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Column: Taking charge of wellbeing with post-traumatic stress disorder

BY VENI FIELDS

VIRGINIA BEACH — A row of inch-long needles glinted in my hairline, their exposed ends wrapped in a gleaming strand of copper.

My acupuncturist and I giggled together before I left her office. She instructed me to leave the needles in until they fell out on their own. I was headed out for errands, and I couldn’t wait to see people’s reactions in the grocery store and post office.  

In my determination to beat an unexpected diagnosis of complex post-traumatic stress disorder, or CPTSD, several years before, my arsenal against it was growing.  

My first stop after finding a psychotherapist was with a skilled hypnotherapist. In years past, I had stumbled on the amazing ability of hypnosis to tap directly into issues that eluded conscious awareness, and I had been able to conquer migraines and a gastrointestinal disorder, without using medication.

The hypnotherapist I found was also trained in acupuncture, and she suggested it might help with the physical symptoms that had plagued me. I had also been advised by several specialists to try yoga and meditation, so I checked the wellness center in a local hospital. I was surprised to learn the hospital also offered a holistic treatment called Healing Touch, administered by staff nurses trained in the technique. The literature on the modality stated it offered relaxation as one of its benefits, so I couldn’t pass it up.  

Almost all my physical symptoms had disappeared within a month of adding bimonthly acupuncture and Healing Touch to therapy with an anxiety specialist. The ones that remained were mild and temporary. After roughly a year, I was on maintenance treatments for acupuncture and Healing Touch. As I saw it, I was getting my life back.

Then the bottom fell out.

Unexpectedly, I was faced with divorce and a move from Annapolis back to Virginia.  Within a few months, my life had changed completely.

All my symptoms returned with a vengeance.  I was back to square one.

The difference was that now I had almost two years’ worth of education, insight, and healing defenses at my disposal. I had learned when to fight through symptoms and how to recognize when to let them force me to take a time out. I learned how to cope with new limitations, how to ask for help, and to know when I needed it. They were the faltering first steps of beginning to manage a life-changing injury as my recovery was being put to its first serious test.

The chaos of the next several years required me to seek additional means of getting control of my condition, rather than having it control me.  I refused medication. I wanted to conquer this thing from its source.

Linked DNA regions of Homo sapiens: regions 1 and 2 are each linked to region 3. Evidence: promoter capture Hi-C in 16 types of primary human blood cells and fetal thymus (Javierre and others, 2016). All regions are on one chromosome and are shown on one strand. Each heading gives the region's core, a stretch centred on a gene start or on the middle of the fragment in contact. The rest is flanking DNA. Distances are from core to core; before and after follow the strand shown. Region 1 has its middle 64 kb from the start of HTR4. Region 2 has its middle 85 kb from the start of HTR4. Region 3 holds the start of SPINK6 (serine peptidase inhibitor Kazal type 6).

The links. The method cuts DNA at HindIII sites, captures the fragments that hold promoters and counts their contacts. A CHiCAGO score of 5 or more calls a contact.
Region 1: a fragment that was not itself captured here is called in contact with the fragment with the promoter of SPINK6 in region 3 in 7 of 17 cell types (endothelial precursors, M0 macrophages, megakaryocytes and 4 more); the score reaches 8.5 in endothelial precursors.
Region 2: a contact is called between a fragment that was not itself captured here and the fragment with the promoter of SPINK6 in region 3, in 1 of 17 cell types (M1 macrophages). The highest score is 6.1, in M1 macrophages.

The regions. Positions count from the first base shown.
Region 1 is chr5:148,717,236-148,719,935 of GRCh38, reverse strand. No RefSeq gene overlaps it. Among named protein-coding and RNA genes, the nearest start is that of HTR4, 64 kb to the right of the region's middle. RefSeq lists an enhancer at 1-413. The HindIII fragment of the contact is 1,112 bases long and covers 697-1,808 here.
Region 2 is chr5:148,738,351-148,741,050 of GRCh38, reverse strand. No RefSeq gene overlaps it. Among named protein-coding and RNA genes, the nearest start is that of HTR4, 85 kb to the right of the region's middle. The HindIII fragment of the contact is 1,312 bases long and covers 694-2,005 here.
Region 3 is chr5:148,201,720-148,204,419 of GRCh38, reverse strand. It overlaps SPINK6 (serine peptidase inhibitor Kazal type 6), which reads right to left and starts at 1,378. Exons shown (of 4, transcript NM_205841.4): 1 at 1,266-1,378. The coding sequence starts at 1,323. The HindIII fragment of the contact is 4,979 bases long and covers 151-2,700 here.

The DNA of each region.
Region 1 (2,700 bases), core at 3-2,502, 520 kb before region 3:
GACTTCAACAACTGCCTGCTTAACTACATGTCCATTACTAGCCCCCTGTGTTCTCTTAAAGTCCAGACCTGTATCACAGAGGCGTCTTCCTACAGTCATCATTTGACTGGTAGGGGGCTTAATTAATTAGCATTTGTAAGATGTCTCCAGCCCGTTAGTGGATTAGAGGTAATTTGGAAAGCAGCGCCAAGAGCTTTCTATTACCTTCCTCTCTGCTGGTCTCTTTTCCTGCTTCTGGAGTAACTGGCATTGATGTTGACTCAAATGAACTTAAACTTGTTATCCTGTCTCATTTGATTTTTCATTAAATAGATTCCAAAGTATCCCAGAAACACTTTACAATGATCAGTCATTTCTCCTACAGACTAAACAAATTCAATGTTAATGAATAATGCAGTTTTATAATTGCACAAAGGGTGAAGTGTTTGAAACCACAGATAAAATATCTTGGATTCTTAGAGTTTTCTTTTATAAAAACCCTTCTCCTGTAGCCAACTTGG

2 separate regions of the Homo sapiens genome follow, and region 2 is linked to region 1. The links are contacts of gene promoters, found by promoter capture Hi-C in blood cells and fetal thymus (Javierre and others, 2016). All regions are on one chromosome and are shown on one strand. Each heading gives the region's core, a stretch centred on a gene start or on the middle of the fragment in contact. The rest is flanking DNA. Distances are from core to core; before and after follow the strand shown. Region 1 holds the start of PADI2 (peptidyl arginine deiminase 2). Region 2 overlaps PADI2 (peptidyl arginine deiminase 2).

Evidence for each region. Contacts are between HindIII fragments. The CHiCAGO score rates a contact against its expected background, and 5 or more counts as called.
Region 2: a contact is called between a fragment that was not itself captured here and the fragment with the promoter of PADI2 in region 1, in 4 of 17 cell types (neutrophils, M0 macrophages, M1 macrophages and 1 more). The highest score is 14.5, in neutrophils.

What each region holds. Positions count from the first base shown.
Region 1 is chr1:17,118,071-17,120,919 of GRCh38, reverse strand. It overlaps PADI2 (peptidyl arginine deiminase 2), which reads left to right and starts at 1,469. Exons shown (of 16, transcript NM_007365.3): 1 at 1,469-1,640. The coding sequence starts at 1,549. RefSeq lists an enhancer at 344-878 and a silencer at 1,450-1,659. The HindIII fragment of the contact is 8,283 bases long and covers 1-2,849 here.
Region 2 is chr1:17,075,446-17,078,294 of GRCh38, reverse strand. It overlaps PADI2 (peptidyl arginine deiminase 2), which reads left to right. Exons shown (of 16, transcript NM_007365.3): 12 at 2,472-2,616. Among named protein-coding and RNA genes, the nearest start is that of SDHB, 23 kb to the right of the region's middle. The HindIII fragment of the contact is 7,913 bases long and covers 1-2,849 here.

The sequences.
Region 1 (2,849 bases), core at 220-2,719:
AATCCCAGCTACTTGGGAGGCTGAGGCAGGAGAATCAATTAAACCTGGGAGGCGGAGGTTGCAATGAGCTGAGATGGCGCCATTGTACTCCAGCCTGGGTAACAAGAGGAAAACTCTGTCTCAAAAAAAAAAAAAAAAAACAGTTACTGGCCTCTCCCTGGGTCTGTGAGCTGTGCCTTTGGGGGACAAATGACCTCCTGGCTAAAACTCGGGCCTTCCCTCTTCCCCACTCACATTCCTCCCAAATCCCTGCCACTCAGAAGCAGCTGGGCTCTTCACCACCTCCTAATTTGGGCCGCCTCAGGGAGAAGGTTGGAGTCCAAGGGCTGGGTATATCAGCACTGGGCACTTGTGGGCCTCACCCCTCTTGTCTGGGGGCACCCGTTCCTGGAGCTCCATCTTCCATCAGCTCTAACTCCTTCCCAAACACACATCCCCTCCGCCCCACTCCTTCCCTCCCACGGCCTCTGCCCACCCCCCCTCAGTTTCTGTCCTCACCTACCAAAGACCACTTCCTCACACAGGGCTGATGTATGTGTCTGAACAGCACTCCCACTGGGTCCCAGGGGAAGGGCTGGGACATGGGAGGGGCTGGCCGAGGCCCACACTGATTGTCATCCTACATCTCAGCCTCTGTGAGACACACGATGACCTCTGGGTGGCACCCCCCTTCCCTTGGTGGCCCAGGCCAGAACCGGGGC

After moving back to Virginia Beach in 2012, I sought new practitioners for the treatments I had already been receiving, and added new ones — Neural Linguistic Programming and Eye Movement Desensitization and Reprocessing to overcome neural pathways that had been damaged during trauma; deep tissue bodywork combined with steams to address untreated physical trauma and release toxins; assorted meditation techniques; and a complete nutritional overhaul with the help of a professional nutritionist to strengthen my immune system, while I tried adding various kinds of physical exercise. 

It was as grueling as it was empowering to take charge of my wellbeing. Some things worked better than others, but the combined effect was learning that I was capable of managing something that some mental health and medical professionals still struggle to understand and treat successfully in some cases.

While it was troubling to understand that my life never would be the same as it was before my diagnosis, there were many moments of awe and freedom as I overcame things I could never have imagined would be a part of my life. Walking around with copper-bound needles protruding from my scalp for two days was definitely one of the hilarious highlights.

In 2009, my therapist told me I could be in recovery for “years.”  I found it discouraging. I was determined to prove her wrong. I was the one who turned out to be wrong.  But the things I’ve learned in this process are invaluable.  The life I live now is in many ways much better than the one I had before.


This is the third in an occasional series of columns by Fields, a Virginia Beach resident and regular contributor to The Independent News. She has worked for The Virginian-Pilot and Military Newspapers of Virginia, and she has written for a number of local publications. Fields, a New Jersey native, is also a Navy veteran. Reach her via venisa.fields@gmail.com or call (757) 754-7923.


To read previous columns, click on this link.


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